When we think about loss, as therapists, we are usually able to rationalise it through whatever theory or approach we are akin to, in order to be able to support our client through their process of finding a level of acceptance. We have learnt, both academically and through clinical supervision, how best to support and manage various levels of grief and loss. However, the one type of loss that we are never prepared or trained for, and that is rarely discussed in professional circles, is our silent fear of losing a client through the completion of suicide. My own experience is what prompted me to write this article.

Olivia* was a young person in late adolescence with multiple diagnoses, including emotionally unstable personality disorder, post-traumatic stress disorder and psychosis. She had constant suicidal ideation and was admitted to the mental health inpatient ward seven times during our time working together. She had made two attempts to take her life, and always expected that she would die by suicide, unsure of time or place, but certain of how her life would end.

As lockdown restrictions were introduced in March 2020, and we, as therapists, were finding our way through the dark as to whether we could see our clients face to face, this actually became a safe time for Olivia. She had been admitted to hospital prior to lockdown, but let me know she had been discharged. She said she felt OK being at home with her parents, because they could keep her safe when she was unable to do that for herself. Olivia chose to wait until we could meet face to face again to resume therapy. Little did I know that this would never happen, and that this conversation would be the last I had with Olivia

In May 2020, I found out that a local young woman had lost her life through suicide. I work in a young person’s service, as a counsellor and supervisor, and have supported staff previously with this sort of crisis. However, when I discovered the identity of the young person, I realised the crisis was mine, and it felt very different.

My initial reaction was one of disbelief, followed by shock and then guilt. Why guilt? We are all aware, as therapists, that we can only do what we can in the room, and ultimately, we have no control over the decisions our clients make outside of the therapeutic space. However, even with all my experience, in that moment, I still experienced guilt and shame. I felt guilty that I was unable to keep Olivia alive, and ashamed that I might have missed something. My self-doubt began to take over, and I found myself wondering if I was actually able to do the role I loved so much. What kind of example was I setting to my team? I read over my case notes, trying to identify what I had missed or could have done differently. I wondered, if I should even be feeling the way I was: wasn’t I supposed to be able to detach and leave it in the room?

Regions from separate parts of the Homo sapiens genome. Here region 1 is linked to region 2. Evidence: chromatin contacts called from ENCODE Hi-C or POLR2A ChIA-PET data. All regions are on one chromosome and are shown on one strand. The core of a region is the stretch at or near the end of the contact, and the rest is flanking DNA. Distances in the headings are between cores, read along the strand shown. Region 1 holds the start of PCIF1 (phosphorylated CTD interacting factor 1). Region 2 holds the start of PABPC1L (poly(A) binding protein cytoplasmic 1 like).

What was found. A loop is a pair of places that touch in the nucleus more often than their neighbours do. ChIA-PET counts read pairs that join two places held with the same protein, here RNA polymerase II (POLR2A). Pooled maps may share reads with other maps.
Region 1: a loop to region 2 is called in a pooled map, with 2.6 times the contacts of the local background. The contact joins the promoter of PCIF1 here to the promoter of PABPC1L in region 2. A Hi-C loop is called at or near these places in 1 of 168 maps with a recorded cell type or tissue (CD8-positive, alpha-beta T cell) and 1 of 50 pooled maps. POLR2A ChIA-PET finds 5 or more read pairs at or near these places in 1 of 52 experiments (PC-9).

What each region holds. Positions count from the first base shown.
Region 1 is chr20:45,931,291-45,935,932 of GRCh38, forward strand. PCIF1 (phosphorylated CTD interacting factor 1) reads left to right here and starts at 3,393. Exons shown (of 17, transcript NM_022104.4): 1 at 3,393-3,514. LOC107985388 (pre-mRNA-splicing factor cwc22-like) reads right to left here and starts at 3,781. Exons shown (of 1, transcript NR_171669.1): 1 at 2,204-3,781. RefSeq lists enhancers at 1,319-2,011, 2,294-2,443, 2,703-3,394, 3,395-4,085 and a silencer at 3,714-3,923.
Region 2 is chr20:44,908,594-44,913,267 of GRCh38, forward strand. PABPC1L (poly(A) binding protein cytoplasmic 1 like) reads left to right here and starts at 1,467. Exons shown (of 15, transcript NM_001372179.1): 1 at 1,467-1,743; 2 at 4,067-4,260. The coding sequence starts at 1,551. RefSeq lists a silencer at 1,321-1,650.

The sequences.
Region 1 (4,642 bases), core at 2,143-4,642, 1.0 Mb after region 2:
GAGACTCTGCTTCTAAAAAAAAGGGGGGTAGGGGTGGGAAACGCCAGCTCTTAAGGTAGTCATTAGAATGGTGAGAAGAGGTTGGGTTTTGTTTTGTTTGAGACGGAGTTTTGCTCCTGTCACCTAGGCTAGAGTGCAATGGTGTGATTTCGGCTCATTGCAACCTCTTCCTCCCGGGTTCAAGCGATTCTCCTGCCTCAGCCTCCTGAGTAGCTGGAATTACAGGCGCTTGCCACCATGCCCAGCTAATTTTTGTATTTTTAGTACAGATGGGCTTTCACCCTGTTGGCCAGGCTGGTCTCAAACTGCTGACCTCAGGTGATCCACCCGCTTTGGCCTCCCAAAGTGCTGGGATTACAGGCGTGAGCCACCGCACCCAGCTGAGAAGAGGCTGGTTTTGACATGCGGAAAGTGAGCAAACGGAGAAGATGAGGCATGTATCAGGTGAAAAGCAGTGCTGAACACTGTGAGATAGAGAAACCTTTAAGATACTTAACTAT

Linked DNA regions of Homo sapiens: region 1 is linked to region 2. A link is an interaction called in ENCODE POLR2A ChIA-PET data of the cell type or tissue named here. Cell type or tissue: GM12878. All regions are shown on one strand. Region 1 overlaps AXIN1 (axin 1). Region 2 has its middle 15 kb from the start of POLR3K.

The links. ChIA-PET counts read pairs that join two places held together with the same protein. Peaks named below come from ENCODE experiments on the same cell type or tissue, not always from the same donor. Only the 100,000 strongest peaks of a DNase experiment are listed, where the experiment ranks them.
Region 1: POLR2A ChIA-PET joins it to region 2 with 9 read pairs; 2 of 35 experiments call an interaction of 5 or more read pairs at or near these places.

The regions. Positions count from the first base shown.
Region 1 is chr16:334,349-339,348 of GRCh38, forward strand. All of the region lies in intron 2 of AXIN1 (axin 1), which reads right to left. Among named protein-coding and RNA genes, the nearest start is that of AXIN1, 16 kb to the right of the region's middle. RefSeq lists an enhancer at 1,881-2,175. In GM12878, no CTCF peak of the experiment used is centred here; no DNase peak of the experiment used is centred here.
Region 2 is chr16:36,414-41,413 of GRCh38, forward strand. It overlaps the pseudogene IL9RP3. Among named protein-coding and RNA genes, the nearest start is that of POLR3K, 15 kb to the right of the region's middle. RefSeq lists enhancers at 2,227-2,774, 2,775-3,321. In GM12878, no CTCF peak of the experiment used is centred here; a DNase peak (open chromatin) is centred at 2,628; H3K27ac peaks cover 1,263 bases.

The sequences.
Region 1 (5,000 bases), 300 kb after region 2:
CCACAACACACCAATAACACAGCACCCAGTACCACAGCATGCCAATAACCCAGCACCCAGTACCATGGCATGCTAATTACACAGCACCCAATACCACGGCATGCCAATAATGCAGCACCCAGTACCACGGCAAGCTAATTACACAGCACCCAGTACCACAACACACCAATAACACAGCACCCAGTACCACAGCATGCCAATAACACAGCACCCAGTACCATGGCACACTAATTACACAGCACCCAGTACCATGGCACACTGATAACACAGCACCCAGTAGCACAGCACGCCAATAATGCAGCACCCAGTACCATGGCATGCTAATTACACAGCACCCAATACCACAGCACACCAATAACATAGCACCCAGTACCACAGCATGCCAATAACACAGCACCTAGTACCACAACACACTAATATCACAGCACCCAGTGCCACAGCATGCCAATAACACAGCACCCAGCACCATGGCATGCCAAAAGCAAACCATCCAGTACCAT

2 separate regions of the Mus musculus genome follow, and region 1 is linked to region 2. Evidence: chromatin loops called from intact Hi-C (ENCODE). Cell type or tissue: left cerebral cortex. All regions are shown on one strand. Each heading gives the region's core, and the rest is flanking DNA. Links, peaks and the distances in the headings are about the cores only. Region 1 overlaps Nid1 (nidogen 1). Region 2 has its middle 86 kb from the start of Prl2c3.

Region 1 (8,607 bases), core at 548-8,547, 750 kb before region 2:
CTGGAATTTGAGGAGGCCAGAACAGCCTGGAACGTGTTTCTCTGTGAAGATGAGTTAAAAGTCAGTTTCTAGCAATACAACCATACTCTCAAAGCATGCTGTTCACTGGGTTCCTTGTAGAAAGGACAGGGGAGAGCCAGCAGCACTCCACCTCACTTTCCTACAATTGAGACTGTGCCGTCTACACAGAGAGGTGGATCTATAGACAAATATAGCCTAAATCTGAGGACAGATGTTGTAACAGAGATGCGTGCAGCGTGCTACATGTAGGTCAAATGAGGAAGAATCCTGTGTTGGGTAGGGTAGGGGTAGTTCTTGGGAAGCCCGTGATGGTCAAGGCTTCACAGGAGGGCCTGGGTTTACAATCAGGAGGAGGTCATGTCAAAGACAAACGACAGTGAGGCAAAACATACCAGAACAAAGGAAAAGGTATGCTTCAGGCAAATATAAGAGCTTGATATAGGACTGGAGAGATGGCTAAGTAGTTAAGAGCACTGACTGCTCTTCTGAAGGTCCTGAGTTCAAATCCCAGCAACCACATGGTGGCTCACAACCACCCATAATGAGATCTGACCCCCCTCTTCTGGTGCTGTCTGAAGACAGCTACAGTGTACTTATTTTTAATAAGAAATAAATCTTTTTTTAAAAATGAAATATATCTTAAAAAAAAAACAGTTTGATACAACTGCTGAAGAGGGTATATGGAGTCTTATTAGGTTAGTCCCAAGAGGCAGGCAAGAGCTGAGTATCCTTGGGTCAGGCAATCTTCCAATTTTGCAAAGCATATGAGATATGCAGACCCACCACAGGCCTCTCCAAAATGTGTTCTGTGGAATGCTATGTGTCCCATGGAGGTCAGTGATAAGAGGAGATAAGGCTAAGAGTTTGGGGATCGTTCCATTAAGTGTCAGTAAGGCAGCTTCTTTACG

It was then I remembered that Milton Erickson used to say to his patients, ‘…my voice will go with you’.1 But what he didn’t say was that our clients’ voices can also go with us. Their stories become part of us, part of our daily lives, or our nightly dreams. Not all those stories are negative – indeed, many are inspiring. The point is that they change us. After taking some time to reflect on my own and with my clinical supervisor, I began to wonder if this event had triggered an element of vicarious trauma. This is the emotional residue of exposure that counsellors can experience from hearing trauma stories and witnessing pain, fear and terror in their clients.2 Neurological research has found that similar areas of the brain are activated, both in the person who suffers and the one who feels empathy.3 So empathetic suffering, in neural terms, is a true experience of suffering. We don’t yet know the full consequences that vicarious trauma has on brain function, but it appears to have similar psychological effects for the brain and the body as if we had actually experienced the trauma ourselves.

Learning to surf